Mexico Aims to Treat 100 % of Wastewater by 2012
Conagua, Mexico’s national water commission, has announced a goal to treat 100 % of the country’s wastewater by 2012.
Jose Ramon Ardavin, deputy potable water, sewage and sanitation director, reported to Business News Americas that in order to reach this goal, the commission is looking into forming a structure to coordinate long-term efforts on the municipal, state and federal level.
Currently, the county only treats 36 % of the 220,000 liters of wastewater collected. In order to reach the goal of tripling the treatment rate, investments would need to come from private sectors, as there are not enough public funds available.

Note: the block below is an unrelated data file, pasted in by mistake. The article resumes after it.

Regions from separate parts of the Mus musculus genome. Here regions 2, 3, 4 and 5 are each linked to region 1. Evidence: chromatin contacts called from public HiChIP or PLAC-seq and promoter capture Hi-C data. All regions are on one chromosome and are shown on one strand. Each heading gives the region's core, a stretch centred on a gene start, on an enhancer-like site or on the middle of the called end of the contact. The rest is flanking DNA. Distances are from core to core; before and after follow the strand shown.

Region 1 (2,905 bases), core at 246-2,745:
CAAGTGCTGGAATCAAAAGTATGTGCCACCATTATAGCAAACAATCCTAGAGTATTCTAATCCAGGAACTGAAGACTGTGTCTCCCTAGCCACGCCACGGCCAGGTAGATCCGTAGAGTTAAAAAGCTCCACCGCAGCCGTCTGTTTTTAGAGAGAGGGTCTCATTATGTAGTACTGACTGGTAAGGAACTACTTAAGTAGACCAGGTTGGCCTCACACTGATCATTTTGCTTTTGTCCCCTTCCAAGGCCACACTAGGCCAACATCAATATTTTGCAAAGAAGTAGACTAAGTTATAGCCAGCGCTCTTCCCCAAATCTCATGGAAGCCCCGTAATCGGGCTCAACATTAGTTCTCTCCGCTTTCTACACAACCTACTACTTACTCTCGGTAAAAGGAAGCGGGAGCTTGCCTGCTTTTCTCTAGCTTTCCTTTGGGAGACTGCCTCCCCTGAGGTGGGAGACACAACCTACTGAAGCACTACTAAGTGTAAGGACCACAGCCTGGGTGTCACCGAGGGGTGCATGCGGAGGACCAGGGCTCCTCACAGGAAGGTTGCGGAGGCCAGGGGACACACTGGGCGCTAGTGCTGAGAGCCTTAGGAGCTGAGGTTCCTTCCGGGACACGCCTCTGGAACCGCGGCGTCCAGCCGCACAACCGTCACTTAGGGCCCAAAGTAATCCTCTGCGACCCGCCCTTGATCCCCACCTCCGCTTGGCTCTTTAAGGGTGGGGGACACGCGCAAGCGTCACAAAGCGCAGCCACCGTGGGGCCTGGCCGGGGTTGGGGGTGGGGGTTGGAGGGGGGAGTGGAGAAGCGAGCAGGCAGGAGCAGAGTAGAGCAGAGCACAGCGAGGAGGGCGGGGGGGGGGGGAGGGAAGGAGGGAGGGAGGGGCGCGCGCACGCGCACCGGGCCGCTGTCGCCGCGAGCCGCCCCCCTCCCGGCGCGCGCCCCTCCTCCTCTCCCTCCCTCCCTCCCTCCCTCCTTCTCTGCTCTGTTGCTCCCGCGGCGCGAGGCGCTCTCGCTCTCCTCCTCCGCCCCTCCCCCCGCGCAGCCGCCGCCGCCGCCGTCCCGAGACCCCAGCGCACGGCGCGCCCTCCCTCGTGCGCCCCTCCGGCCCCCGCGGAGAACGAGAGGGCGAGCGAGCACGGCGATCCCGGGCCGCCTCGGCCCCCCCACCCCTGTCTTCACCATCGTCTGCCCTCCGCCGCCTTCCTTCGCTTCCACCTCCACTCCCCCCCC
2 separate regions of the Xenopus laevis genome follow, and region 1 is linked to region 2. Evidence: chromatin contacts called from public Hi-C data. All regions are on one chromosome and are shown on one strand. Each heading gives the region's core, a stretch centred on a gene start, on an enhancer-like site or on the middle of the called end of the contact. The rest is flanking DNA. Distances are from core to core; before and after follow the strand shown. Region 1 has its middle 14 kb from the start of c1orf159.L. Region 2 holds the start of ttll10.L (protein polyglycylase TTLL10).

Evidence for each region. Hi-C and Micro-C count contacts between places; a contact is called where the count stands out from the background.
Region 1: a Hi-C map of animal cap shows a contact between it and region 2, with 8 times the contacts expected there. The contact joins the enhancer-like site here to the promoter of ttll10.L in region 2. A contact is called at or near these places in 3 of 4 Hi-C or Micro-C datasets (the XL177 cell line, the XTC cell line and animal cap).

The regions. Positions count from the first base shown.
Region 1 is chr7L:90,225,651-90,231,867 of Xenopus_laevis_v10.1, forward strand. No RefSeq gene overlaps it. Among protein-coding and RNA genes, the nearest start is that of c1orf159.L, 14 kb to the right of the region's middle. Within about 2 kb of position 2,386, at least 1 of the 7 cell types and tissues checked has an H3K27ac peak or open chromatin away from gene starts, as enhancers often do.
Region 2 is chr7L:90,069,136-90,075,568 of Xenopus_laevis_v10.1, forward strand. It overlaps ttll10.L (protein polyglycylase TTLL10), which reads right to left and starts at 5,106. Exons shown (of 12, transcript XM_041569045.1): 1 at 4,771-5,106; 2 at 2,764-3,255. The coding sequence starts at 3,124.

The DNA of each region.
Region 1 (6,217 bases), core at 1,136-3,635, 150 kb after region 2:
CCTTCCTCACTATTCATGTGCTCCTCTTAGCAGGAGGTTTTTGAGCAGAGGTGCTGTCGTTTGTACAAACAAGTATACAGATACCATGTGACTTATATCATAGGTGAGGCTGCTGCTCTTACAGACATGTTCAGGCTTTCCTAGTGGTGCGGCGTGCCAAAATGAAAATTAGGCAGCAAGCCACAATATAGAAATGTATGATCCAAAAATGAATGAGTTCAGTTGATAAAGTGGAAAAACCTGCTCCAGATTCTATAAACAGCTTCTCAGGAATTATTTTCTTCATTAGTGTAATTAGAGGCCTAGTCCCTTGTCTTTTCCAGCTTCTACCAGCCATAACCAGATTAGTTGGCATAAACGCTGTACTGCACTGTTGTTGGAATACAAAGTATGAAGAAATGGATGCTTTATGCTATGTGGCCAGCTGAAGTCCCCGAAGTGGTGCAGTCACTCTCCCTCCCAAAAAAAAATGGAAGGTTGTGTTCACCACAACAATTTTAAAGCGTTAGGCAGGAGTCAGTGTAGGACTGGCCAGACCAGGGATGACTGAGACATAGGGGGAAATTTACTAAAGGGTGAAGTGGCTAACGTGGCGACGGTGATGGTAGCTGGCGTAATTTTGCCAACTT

To reach full treatment by the 2012 deadline, the country would need to add 1,500 plants to the 1,600 currently in operation.
Ardavin also told Business News Americas that wastewater treatment is essential to secure long-term potable water supply for the country, which will soon be strained due to population growth. Treating and reusing wastewater in agricultural and industrial applications will cut down on freshwater extraction, leaving more available for the population.
More Like This
- GE Selected as Advanced Water Treatment Technologies, Operation & Maintenance Provider For Jafza Uti
- Jalisco Government Calls for Wastewater Treatment Plant Bids
- Canadian Manufacturers & Exporters Association Recognizes BioteQ
- Thomas M. Mills Named Chairman of Water and Wastewater Equipment Manufacturers’ Association
- Mexico Opens Wastewater Treatment Plant